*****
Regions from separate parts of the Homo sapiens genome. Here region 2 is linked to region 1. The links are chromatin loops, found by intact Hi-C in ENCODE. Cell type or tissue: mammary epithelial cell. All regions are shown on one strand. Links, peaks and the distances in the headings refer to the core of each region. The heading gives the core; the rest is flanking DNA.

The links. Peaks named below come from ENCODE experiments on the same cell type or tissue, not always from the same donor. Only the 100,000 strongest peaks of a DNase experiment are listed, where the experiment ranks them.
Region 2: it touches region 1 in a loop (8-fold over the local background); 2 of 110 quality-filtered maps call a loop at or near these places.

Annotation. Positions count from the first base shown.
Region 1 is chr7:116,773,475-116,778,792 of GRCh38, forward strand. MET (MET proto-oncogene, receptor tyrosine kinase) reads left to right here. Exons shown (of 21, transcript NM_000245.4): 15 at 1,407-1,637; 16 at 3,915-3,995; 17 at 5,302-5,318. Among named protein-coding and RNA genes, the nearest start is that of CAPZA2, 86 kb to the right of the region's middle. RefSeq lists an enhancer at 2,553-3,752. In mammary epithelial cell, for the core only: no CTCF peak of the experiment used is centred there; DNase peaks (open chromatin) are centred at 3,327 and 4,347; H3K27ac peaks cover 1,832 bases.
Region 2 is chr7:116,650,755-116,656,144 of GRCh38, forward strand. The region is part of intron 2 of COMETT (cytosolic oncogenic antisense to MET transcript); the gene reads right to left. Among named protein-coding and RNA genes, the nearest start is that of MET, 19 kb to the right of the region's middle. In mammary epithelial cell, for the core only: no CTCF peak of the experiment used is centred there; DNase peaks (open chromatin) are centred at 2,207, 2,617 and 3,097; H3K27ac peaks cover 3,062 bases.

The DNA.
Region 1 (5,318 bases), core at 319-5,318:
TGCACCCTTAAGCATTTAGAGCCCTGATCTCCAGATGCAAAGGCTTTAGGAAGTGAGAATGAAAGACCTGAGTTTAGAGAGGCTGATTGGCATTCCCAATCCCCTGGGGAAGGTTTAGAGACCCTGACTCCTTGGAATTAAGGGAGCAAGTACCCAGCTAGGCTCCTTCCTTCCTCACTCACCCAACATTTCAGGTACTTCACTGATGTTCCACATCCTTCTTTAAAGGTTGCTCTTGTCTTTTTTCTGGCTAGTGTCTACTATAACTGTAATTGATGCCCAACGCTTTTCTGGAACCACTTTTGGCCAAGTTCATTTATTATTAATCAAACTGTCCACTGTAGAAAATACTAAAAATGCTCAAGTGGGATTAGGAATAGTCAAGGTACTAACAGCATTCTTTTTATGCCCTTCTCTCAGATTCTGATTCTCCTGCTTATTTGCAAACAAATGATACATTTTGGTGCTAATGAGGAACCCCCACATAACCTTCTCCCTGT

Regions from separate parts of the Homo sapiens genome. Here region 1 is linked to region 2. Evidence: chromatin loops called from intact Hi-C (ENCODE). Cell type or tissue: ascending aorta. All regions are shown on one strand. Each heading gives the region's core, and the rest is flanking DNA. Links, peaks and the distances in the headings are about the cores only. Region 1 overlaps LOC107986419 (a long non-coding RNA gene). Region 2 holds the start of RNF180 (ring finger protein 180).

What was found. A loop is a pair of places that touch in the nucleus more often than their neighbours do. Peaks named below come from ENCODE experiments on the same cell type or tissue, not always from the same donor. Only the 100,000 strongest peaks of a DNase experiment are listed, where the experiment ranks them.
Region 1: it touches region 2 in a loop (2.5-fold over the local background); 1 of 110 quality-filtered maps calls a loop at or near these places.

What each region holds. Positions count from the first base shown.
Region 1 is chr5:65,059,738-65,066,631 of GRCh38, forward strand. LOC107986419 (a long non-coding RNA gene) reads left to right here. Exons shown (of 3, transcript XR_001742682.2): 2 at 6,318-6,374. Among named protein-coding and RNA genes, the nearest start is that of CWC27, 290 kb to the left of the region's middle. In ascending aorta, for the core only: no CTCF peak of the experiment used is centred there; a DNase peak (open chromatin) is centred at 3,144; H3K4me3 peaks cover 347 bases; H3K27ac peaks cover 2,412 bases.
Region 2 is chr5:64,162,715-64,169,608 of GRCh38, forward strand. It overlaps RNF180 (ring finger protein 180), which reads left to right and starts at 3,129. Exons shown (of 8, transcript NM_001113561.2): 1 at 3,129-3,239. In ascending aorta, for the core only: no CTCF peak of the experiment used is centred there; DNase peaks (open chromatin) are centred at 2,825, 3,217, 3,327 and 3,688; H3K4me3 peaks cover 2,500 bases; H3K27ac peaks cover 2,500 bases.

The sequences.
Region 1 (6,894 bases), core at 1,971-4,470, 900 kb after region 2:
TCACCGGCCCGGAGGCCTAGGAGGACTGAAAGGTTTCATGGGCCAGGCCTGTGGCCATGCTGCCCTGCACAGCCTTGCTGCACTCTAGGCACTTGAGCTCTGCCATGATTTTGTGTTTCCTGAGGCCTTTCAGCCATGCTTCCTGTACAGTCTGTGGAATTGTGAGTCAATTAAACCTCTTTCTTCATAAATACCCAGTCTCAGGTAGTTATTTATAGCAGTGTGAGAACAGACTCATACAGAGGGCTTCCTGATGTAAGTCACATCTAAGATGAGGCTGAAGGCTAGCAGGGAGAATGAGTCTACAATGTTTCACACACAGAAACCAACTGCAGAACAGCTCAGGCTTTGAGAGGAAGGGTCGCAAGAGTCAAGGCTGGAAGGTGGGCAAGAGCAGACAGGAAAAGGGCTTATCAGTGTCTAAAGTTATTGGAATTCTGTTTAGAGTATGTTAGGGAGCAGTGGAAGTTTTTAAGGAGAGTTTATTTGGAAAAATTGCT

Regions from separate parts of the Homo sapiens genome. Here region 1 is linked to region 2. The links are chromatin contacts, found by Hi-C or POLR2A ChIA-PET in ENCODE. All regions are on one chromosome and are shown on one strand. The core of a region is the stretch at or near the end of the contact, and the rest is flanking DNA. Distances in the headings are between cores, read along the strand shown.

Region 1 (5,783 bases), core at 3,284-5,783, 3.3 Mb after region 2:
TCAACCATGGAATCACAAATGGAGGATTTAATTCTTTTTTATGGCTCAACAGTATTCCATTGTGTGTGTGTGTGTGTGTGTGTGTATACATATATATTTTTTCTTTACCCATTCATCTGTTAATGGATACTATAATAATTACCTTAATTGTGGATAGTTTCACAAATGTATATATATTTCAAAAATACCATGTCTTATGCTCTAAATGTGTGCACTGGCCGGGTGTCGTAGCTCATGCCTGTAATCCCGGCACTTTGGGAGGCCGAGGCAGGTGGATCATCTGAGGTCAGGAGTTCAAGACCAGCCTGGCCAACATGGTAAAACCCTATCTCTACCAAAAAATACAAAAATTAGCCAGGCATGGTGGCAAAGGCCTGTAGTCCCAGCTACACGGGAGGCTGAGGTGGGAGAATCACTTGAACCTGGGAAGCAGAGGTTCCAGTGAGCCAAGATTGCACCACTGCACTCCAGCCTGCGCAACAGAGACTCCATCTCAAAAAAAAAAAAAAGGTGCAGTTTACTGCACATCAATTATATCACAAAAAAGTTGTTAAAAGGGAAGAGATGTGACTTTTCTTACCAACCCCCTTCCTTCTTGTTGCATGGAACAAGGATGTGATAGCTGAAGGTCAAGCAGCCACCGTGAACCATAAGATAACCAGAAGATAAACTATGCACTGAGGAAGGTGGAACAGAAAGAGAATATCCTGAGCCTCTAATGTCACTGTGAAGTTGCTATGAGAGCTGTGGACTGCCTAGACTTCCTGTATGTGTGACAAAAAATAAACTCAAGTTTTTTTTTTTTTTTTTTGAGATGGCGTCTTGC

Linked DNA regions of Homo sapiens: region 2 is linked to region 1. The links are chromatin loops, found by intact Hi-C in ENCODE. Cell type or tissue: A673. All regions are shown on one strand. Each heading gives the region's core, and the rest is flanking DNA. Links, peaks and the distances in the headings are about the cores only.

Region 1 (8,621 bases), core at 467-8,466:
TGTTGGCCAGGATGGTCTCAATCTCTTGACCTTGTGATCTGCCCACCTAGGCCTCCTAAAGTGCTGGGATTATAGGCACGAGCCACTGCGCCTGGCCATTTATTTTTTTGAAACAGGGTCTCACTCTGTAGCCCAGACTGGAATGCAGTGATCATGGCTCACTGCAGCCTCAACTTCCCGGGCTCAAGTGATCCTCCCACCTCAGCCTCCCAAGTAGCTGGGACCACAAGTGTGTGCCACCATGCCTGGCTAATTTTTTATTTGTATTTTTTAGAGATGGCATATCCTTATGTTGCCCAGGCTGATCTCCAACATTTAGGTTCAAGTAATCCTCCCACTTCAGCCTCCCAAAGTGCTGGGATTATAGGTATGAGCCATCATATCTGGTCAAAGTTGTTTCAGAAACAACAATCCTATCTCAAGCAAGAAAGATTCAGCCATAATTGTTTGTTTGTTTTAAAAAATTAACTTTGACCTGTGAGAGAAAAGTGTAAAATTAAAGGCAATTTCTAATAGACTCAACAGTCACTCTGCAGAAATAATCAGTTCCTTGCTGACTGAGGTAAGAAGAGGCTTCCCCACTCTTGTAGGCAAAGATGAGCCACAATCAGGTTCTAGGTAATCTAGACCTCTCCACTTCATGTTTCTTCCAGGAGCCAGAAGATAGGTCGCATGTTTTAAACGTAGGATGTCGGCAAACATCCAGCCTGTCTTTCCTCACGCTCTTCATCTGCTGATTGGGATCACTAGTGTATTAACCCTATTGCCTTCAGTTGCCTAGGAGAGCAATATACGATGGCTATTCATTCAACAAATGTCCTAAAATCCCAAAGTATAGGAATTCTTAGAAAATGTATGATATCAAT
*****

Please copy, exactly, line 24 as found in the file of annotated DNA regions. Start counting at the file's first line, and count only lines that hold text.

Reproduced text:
TGTTGGCCAGGATGGTCTCAATCTCTTGACCTTGTGATCTGCCCACCTAGGCCTCCTAAAGTGCTGGGATTATAGGCACGAGCCACTGCGCCTGGCCATTTATTTTTTTGAAACAGGGTCTCACTCTGTAGCCCAGACTGGAATGCAGTGATCATGGCTCACTGCAGCCTCAACTTCCCGGGCTCAAGTGATCCTCCCACCTCAGCCTCCCAAGTAGCTGGGACCACAAGTGTGTGCCACCATGCCTGGCTAATTTTTTATTTGTATTTTTTAGAGATGGCATATCCTTATGTTGCCCAGGCTGATCTCCAACATTTAGGTTCAAGTAATCCTCCCACTTCAGCCTCCCAAAGTGCTGGGATTATAGGTATGAGCCATCATATCTGGTCAAAGTTGTTTCAGAAACAACAATCCTATCTCAAGCAAGAAAGATTCAGCCATAATTGTTTGTTTGTTTTAAAAAATTAACTTTGACCTGTGAGAGAAAAGTGTAAAATTAAAGGCAATTTCTAATAGACTCAACAGTCACTCTGCAGAAATAATCAGTTCCTTGCTGACTGAGGTAAGAAGAGGCTTCCCCACTCTTGTAGGCAAAGATGAGCCACAATCAGGTTCTAGGTAATCTAGACCTCTCCACTTCATGTTTCTTCCAGGAGCCAGAAGATAGGTCGCATGTTTTAAACGTAGGATGTCGGCAAACATCCAGCCTGTCTTTCCTCACGCTCTTCATCTGCTGATTGGGATCACTAGTGTATTAACCCTATTGCCTTCAGTTGCCTAGGAGAGCAATATACGATGGCTATTCATTCAACAAATGTCCTAAAATCCCAAAGTATAGGAATTCTTAGAAAATGTATGATATCAAT